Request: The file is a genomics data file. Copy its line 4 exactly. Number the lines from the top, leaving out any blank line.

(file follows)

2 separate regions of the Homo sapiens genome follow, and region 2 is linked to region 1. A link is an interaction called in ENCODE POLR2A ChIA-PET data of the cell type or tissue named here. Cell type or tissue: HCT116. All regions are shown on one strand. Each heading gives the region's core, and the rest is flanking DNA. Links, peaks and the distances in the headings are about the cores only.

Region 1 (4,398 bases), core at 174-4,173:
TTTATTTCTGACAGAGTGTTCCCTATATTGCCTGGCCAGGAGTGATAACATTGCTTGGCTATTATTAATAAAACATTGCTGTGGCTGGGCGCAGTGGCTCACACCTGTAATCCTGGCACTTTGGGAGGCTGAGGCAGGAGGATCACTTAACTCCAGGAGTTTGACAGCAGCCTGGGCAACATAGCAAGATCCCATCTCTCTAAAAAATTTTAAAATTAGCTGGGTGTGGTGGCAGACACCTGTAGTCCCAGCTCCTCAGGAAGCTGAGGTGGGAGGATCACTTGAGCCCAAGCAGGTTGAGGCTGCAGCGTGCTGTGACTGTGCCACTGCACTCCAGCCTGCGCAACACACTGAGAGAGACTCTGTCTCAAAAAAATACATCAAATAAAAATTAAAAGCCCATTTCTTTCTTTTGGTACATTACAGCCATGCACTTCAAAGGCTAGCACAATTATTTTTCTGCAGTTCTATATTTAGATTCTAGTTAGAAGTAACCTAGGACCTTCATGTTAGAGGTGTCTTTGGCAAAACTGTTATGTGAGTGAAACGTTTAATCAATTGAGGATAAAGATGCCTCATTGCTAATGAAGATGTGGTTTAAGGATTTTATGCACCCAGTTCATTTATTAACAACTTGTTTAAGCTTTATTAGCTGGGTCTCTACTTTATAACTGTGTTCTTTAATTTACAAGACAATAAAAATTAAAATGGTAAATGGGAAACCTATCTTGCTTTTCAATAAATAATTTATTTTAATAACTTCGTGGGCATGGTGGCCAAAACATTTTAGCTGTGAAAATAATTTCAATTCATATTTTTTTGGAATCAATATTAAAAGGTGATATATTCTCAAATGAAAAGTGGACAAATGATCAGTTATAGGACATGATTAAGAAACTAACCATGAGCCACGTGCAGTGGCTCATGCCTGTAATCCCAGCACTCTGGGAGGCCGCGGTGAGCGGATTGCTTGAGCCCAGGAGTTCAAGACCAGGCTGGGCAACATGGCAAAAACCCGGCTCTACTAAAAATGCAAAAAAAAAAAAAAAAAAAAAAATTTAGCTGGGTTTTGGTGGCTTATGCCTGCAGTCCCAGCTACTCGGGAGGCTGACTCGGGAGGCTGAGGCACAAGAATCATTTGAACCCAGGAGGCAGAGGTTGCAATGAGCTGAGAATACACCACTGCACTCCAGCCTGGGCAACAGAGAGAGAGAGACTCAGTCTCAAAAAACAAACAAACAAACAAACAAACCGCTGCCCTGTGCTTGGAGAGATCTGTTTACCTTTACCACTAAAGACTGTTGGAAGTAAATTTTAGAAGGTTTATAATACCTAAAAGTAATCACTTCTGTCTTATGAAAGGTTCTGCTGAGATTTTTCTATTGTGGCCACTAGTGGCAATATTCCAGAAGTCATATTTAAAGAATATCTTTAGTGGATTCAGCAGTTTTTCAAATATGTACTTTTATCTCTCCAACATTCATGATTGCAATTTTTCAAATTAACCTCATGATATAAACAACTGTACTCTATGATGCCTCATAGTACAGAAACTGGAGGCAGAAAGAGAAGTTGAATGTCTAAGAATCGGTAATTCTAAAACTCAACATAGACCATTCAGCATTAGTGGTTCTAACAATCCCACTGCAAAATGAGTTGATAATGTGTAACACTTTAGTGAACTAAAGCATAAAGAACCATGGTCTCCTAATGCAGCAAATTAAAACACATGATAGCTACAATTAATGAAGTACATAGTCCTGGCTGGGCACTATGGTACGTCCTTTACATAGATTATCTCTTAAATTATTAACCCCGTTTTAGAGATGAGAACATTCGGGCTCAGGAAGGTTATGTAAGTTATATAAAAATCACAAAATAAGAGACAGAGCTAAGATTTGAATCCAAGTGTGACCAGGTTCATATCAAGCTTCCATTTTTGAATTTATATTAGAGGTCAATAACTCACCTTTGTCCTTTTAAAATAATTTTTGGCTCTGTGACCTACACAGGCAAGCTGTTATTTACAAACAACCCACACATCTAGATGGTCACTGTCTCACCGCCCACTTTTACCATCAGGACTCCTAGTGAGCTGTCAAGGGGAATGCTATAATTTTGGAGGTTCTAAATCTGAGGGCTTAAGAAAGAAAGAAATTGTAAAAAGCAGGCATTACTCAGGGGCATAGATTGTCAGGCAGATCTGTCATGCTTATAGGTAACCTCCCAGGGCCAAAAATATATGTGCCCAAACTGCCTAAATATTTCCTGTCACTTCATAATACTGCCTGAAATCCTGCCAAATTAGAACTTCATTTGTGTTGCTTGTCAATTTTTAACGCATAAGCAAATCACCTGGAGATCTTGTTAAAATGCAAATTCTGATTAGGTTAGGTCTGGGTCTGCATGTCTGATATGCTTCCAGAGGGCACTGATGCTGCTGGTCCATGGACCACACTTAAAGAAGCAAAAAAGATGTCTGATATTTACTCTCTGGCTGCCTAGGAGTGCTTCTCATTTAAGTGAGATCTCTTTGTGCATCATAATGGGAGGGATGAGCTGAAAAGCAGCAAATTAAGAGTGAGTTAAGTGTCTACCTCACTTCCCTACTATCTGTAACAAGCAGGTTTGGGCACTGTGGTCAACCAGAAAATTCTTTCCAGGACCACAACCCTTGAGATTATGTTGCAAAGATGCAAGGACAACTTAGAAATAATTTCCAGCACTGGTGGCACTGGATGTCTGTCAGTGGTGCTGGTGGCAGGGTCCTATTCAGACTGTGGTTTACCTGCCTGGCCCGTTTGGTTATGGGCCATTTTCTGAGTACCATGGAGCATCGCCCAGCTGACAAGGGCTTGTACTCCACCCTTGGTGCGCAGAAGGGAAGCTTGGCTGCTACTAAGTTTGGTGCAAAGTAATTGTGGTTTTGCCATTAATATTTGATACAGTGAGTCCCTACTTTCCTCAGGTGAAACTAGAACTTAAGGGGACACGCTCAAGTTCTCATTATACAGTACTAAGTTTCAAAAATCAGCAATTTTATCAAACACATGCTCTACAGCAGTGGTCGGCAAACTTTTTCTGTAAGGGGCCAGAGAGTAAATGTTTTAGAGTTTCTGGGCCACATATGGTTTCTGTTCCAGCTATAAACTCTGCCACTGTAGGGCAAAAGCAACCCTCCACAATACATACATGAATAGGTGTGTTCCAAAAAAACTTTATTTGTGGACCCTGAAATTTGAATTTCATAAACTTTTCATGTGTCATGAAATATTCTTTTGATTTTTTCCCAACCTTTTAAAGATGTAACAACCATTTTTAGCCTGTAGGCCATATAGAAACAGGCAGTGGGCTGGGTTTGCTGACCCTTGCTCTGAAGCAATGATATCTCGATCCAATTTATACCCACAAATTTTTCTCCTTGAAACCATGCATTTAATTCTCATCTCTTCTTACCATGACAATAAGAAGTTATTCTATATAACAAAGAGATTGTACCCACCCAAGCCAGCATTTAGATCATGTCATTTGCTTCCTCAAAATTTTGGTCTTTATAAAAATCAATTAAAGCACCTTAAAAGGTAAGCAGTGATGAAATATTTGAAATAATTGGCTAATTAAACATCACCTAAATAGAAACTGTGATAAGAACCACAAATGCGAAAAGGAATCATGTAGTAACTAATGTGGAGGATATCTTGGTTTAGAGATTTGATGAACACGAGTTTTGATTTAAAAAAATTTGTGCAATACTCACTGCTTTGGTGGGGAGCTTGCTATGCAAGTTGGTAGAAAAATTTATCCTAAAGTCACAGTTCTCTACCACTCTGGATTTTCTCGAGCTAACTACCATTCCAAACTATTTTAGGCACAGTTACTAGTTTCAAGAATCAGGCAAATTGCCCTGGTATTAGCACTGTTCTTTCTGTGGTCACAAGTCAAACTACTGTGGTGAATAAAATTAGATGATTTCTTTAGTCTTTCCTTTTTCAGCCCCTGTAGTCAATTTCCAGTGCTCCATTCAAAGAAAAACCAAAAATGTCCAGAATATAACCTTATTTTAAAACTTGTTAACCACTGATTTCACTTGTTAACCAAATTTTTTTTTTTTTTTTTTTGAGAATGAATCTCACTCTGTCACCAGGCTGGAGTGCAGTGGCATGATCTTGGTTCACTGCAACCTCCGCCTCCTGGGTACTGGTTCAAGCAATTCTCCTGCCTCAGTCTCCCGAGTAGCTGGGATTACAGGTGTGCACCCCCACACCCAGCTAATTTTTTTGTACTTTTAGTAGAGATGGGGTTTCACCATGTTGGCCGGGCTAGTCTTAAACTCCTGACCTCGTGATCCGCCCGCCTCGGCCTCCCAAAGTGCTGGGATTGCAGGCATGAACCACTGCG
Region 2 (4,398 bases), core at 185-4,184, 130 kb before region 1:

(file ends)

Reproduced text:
Region 2 (4,398 bases), core at 185-4,184, 130 kb before region 1: